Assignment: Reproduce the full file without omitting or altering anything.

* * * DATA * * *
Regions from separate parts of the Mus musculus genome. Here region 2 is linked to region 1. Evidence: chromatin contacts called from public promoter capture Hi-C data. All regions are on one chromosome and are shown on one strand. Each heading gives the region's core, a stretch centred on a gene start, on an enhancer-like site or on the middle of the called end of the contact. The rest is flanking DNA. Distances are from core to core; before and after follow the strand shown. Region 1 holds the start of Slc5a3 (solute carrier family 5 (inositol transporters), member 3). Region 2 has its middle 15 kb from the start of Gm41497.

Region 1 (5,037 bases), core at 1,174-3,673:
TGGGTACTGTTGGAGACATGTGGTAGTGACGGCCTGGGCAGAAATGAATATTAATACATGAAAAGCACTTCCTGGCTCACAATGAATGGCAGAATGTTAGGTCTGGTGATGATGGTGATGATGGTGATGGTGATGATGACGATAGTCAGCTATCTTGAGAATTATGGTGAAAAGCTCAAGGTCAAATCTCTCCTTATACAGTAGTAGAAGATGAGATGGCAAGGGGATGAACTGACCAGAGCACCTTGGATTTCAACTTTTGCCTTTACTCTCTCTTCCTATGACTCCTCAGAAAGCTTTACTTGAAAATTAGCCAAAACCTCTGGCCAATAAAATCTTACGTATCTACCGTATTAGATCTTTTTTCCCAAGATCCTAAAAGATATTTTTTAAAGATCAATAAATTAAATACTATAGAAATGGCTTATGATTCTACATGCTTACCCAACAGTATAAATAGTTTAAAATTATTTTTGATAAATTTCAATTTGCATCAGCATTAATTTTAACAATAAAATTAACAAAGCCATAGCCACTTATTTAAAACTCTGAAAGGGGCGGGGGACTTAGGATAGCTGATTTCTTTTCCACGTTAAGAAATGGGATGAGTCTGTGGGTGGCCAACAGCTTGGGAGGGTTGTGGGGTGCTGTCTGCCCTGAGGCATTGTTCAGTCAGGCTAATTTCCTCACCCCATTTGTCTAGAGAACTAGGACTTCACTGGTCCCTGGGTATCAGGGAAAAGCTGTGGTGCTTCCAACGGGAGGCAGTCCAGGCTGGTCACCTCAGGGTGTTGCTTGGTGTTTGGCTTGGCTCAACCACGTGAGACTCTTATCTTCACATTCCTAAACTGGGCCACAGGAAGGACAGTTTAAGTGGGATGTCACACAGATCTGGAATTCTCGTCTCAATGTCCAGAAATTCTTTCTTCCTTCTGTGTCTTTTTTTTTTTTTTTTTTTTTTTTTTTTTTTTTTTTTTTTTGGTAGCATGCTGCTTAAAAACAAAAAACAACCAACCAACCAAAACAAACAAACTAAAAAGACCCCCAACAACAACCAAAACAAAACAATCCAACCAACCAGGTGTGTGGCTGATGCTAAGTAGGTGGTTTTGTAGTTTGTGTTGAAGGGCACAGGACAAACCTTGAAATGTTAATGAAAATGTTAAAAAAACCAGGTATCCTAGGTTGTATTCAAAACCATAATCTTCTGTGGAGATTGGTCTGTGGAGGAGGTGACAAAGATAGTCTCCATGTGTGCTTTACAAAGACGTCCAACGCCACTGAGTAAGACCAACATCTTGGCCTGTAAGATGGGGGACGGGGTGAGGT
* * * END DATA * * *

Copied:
Regions from separate parts of the Mus musculus genome. Here region 2 is linked to region 1. Evidence: chromatin contacts called from public promoter capture Hi-C data. All regions are on one chromosome and are shown on one strand. Each heading gives the region's core, a stretch centred on a gene start, on an enhancer-like site or on the middle of the called end of the contact. The rest is flanking DNA. Distances are from core to core; before and after follow the strand shown. Region 1 holds the start of Slc5a3 (solute carrier family 5 (inositol transporters), member 3). Region 2 has its middle 15 kb from the start of Gm41497.

Region 1 (5,037 bases), core at 1,174-3,673:
TGGGTACTGTTGGAGACATGTGGTAGTGACGGCCTGGGCAGAAATGAATATTAATACATGAAAAGCACTTCCTGGCTCACAATGAATGGCAGAATGTTAGGTCTGGTGATGATGGTGATGATGGTGATGGTGATGATGACGATAGTCAGCTATCTTGAGAATTATGGTGAAAAGCTCAAGGTCAAATCTCTCCTTATACAGTAGTAGAAGATGAGATGGCAAGGGGATGAACTGACCAGAGCACCTTGGATTTCAACTTTTGCCTTTACTCTCTCTTCCTATGACTCCTCAGAAAGCTTTACTTGAAAATTAGCCAAAACCTCTGGCCAATAAAATCTTACGTATCTACCGTATTAGATCTTTTTTCCCAAGATCCTAAAAGATATTTTTTAAAGATCAATAAATTAAATACTATAGAAATGGCTTATGATTCTACATGCTTACCCAACAGTATAAATAGTTTAAAATTATTTTTGATAAATTTCAATTTGCATCAGCATTAATTTTAACAATAAAATTAACAAAGCCATAGCCACTTATTTAAAACTCTGAAAGGGGCGGGGGACTTAGGATAGCTGATTTCTTTTCCACGTTAAGAAATGGGATGAGTCTGTGGGTGGCCAACAGCTTGGGAGGGTTGTGGGGTGCTGTCTGCCCTGAGGCATTGTTCAGTCAGGCTAATTTCCTCACCCCATTTGTCTAGAGAACTAGGACTTCACTGGTCCCTGGGTATCAGGGAAAAGCTGTGGTGCTTCCAACGGGAGGCAGTCCAGGCTGGTCACCTCAGGGTGTTGCTTGGTGTTTGGCTTGGCTCAACCACGTGAGACTCTTATCTTCACATTCCTAAACTGGGCCACAGGAAGGACAGTTTAAGTGGGATGTCACACAGATCTGGAATTCTCGTCTCAATGTCCAGAAATTCTTTCTTCCTTCTGTGTCTTTTTTTTTTTTTTTTTTTTTTTTTTTTTTTTTTTTTTTTTGGTAGCATGCTGCTTAAAAACAAAAAACAACCAACCAACCAAAACAAACAAACTAAAAAGACCCCCAACAACAACCAAAACAAAACAATCCAACCAACCAGGTGTGTGGCTGATGCTAAGTAGGTGGTTTTGTAGTTTGTGTTGAAGGGCACAGGACAAACCTTGAAATGTTAATGAAAATGTTAAAAAAACCAGGTATCCTAGGTTGTATTCAAAACCATAATCTTCTGTGGAGATTGGTCTGTGGAGGAGGTGACAAAGATAGTCTCCATGTGTGCTTTACAAAGACGTCCAACGCCACTGAGTAAGACCAACATCTTGGCCTGTAAGATGGGGGACGGGGTGAGGT